6. Money-spending woes: Tax isn't included in the listed price, and don't forget to tip.
Oh, tax - perhaps impossible to simplify when chain stores set prices where states have different taxes. But a day of extreme shopping can lead some to grimace as the cashier rings up their order, hoping the tax won't be too merciless when the store price seemed so reasonable. But that might be minor to the headache of tipping. Tipping servers at restaurants is no longer "a little extra" as appreciation for their kind service, but a crucial part of supporting an employee who could very well earn under minimum wage. But the headache gets worse when factoring in delivery people, hairdressers, taxi drivers and even the hotel staff who bring your bags to your room. Even Americans don't know how to calculate the appropriate amount for each more obscure service, but unless the service is absolutely terribly, tipping is mandatory.
7. Americans are clinging on to nonsensical and outdated measurements.
Three teaspoons in a tablespoon. Sixteen tablespoons in a cup. Four cups in a quart, four quarts in a U.S. gallon. A foot is twelve inches, and there are 5,280 feet in a mile. Well, it might have made sense at one point in history, but the rest of the world (really: almost everyone else except for the United States) has switched from the outdated British Imperial system to the much more logical Metric system. To be fair, some countries combine measurements, but most countries are taking steps to fully integrating to the metric system. The United States? Well, we tried to convert everyone in the 1970s, but no one was too keen on that - hence, we've got a lot of confused tourists and immigrants.
8. So much space!
If a foreigner gets out of crowded cities, they are sometimes surprised at how much sheer open space there is. One can drive for hours in the Midwest without running into another soul, and even in towns, backyards can be gigantic and the space between buildings wide. As such a young country - and the fourth largest in the entire world - space is not the commodity that it is in smaller, thousands-years-old countries.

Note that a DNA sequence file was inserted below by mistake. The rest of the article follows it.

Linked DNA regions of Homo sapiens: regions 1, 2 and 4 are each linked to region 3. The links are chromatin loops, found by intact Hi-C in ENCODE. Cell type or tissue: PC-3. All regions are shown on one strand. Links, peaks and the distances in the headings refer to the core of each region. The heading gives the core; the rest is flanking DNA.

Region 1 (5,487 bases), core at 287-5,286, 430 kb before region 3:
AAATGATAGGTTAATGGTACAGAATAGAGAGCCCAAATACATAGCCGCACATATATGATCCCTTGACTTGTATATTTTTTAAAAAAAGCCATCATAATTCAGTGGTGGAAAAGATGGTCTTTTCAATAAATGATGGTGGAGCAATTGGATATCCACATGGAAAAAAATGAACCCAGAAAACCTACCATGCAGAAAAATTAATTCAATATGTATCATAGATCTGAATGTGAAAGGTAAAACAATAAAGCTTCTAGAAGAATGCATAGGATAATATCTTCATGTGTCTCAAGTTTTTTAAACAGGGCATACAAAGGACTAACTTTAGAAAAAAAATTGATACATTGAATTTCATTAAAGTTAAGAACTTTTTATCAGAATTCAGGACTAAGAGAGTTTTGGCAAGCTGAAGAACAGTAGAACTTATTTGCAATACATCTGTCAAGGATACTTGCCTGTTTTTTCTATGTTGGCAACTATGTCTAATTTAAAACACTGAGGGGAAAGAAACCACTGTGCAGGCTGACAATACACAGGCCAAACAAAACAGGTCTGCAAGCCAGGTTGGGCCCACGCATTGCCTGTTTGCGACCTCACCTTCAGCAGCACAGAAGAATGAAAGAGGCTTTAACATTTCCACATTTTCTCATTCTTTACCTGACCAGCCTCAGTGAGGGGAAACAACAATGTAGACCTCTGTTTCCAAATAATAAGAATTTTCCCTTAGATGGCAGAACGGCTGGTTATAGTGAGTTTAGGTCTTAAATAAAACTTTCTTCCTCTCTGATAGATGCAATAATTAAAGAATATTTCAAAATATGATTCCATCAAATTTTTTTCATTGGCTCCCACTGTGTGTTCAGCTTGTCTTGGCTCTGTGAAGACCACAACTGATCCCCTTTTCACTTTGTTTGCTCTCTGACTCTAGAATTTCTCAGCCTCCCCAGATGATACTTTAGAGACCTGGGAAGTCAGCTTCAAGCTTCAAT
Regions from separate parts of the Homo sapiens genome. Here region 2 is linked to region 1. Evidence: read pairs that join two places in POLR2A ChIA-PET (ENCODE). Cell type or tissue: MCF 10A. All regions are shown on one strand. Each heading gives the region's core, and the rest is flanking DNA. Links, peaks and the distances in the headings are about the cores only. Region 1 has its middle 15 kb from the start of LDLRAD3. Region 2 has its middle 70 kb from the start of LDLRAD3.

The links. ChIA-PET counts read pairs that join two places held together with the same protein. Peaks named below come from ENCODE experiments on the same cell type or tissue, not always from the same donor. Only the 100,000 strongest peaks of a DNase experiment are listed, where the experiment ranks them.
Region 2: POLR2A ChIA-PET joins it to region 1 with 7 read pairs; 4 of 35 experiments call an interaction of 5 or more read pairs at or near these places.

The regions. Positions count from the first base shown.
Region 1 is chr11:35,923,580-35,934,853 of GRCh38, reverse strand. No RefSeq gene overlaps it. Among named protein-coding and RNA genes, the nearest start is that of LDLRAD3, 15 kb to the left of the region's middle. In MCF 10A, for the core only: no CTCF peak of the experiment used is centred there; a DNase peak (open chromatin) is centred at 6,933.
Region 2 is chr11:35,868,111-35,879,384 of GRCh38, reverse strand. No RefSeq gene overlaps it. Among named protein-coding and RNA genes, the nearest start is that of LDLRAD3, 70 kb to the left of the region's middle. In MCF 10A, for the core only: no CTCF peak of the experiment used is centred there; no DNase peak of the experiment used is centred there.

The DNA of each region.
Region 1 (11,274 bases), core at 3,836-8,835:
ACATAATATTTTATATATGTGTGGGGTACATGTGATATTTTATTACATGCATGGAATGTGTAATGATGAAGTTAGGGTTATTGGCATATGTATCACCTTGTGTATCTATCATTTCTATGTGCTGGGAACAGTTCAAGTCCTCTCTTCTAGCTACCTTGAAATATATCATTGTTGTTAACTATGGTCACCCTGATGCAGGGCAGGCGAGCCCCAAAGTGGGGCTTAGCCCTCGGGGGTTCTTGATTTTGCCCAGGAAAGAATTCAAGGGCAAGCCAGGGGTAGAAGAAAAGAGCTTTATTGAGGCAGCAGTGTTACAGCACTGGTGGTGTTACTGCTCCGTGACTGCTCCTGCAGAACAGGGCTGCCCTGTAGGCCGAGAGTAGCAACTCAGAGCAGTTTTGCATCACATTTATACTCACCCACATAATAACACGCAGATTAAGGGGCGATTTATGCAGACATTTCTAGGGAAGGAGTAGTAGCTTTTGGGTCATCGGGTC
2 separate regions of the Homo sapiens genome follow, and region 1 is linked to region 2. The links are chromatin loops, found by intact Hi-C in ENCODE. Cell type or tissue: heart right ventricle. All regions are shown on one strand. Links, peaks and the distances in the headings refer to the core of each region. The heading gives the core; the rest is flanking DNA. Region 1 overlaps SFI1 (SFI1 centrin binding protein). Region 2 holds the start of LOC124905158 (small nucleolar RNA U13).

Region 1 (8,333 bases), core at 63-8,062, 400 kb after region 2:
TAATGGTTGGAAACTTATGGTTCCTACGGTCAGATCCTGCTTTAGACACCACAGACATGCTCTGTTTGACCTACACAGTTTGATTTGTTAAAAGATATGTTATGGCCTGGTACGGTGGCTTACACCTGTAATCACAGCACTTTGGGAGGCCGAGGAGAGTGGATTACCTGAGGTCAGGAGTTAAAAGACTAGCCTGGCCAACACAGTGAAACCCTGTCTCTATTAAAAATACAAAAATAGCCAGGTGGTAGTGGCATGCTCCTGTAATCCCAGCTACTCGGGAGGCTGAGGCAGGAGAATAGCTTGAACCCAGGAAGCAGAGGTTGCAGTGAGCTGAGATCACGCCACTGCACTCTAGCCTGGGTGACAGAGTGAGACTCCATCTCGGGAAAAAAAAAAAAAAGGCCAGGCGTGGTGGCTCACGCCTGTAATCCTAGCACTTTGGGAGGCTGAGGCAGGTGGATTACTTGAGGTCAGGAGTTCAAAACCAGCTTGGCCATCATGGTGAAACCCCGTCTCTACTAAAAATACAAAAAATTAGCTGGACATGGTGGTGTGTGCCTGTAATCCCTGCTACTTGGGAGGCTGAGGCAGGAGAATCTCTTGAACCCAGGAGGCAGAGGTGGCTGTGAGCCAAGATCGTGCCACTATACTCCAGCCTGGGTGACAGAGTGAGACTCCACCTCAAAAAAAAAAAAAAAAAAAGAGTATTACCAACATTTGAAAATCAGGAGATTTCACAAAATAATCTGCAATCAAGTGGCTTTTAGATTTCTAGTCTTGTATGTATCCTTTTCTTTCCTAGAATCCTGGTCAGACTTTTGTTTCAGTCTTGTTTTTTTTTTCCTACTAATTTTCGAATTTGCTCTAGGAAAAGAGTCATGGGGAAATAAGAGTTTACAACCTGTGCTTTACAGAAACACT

9. Clothes' size inconsistencies, and vanity sizing.
A size six dress can be roughly the same as another brand's size ten, which is a headache for Americans, too. Vanity sizing is another phenomenon - sizes have become bigger while the number stays the same. With no strict guidelines about what constitutes a "medium", it makes sense - customers, especially in America's weight-anxious society, want to buy brands that make them feel good, and unfortunately, "feel good" is often equated to a number on a tag.
10. The stereotypes: sometimes way off base, but sometimes true.
What image does the average non-American have of Americans? It's tough to say. American media - movies, music, books, etc - are available all over the globe - as well as our politics, military and scandals, which all come together to paint a veritable gallery of stereotypes. True, a stereotype exists of Americans being obese, gun-touting, Bible-clutching conservative and slightly undereducated cowboys. Another stereotype is the friendly American, or perhaps something off the set of Friends. True, America is more conservative than a lot of other Western countries - even the American "liberal" is somewhat conservative by international standards. America is also religious, but certainly not everyone. America is a divided land - or better yet, a huge country made up of many different people coming from many backgrounds, with many different beliefs and approaches to life. What we hope any traveler might realize is that no one stereotype defines us, just as no one stereotype defines citizens of any country. Wishful thinking? Maybe!